Julius Nepos
as the Emperor of the Western Empire. Odoacer
Odoacer
accepted this condition and issued coins in the name of Julius Nepos
Julius Nepos
throughout Italy. This, however, was mainly an empty political gesture, as Odoacer
Odoacer
never returned any real power or territories to Julius Nepos. The murder of Julius Nepos
Julius Nepos
in 480 prompted Odoacer
Odoacer
to invade Dalmatia, annexing it to his Kingdom of Italy.[77] Fall of the Empire[edit] See also: Historiography
Historiography
of the fall of the Western Roman Empire

The city of Ravenna, Western Roman capital, on the Tabula Peutingeriana, a 13th-century medieval map possibly copied from a 4th or 5th century Roman original.

By convention, the Western Roman Empire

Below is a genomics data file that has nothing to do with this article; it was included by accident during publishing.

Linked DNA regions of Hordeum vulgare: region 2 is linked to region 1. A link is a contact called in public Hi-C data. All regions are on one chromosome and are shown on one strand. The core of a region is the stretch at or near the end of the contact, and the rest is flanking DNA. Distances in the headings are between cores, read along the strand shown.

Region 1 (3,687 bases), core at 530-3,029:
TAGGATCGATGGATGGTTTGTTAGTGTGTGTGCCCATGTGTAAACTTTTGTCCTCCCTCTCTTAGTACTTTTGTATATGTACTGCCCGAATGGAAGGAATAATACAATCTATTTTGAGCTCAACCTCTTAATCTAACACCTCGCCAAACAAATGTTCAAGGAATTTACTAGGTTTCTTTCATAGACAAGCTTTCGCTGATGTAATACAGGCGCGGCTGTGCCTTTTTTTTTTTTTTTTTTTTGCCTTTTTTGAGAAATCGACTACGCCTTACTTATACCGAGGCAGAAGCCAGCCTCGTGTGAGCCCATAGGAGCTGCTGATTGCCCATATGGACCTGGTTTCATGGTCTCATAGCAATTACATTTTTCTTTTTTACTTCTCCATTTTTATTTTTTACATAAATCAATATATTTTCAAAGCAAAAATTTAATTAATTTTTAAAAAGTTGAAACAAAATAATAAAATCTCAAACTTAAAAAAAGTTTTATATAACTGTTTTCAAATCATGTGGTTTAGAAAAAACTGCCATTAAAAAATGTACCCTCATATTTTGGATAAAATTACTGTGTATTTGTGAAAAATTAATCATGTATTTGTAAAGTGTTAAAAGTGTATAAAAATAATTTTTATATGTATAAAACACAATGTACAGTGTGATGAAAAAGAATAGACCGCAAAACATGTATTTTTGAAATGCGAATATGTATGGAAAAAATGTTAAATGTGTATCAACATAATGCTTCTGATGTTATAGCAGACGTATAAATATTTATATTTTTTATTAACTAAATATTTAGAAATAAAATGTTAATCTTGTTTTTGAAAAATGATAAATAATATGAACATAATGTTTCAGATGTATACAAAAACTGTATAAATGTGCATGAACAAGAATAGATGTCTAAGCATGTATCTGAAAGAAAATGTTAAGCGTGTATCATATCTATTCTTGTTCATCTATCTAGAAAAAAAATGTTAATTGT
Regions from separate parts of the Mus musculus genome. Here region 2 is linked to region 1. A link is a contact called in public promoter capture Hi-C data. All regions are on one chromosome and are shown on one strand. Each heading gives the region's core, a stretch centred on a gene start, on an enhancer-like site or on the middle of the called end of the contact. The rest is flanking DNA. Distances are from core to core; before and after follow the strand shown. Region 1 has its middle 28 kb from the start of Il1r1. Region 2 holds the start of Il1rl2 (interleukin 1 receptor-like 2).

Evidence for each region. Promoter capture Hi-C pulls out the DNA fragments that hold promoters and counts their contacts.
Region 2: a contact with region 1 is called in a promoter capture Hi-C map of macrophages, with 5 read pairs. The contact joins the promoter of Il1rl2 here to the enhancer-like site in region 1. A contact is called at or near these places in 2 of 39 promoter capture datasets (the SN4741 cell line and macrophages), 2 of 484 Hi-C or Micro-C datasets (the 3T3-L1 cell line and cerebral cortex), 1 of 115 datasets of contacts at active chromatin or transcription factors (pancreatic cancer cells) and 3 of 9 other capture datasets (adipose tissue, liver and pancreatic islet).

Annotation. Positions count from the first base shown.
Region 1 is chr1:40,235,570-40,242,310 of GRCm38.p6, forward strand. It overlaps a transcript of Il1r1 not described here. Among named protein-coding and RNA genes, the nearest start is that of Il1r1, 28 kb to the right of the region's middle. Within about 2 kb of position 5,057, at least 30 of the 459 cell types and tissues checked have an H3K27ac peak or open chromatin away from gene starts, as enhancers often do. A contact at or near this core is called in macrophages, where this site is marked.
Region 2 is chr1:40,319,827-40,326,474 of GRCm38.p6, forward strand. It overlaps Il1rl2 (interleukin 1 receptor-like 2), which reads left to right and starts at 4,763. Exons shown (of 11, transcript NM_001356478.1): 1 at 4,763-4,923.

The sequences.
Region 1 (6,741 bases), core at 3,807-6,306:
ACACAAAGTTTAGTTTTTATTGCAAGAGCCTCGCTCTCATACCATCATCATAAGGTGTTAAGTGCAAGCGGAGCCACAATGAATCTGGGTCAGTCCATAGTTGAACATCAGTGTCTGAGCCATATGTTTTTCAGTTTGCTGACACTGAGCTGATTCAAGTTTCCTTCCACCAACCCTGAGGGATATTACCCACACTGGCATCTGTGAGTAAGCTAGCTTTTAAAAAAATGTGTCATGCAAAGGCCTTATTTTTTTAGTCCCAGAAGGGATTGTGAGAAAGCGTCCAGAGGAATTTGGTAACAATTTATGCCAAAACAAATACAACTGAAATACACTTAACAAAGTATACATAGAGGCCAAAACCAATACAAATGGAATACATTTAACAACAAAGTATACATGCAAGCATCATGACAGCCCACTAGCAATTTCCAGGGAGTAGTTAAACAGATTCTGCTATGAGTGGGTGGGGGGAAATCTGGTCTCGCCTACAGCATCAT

Roman Empire
is deemed to have ended on 4 September 476, when Odoacer
Odoacer
deposed Romulus Augustus, but the historical record calls this determination into question. Indeed, the deposition of Romulus Augustus
Augustus
received very little attention in contemporary times. Romulus was a usurper in the eyes of the more or less entirely intact Eastern Roman Empire
Roman Empire
and the remaining territories of Western Roman control outside of Italy, with the previous emperor Julius Nepos
Julius Nepos
still being alive and claiming to rule the Western Empire
Empire
in Dalmatia. Furthermore, the Western court had lacked true power and had been subject to Germanic aristocrats for decades, with most of its legal territory being under control of various barbarian kingdoms. With Odoacer
Odoacer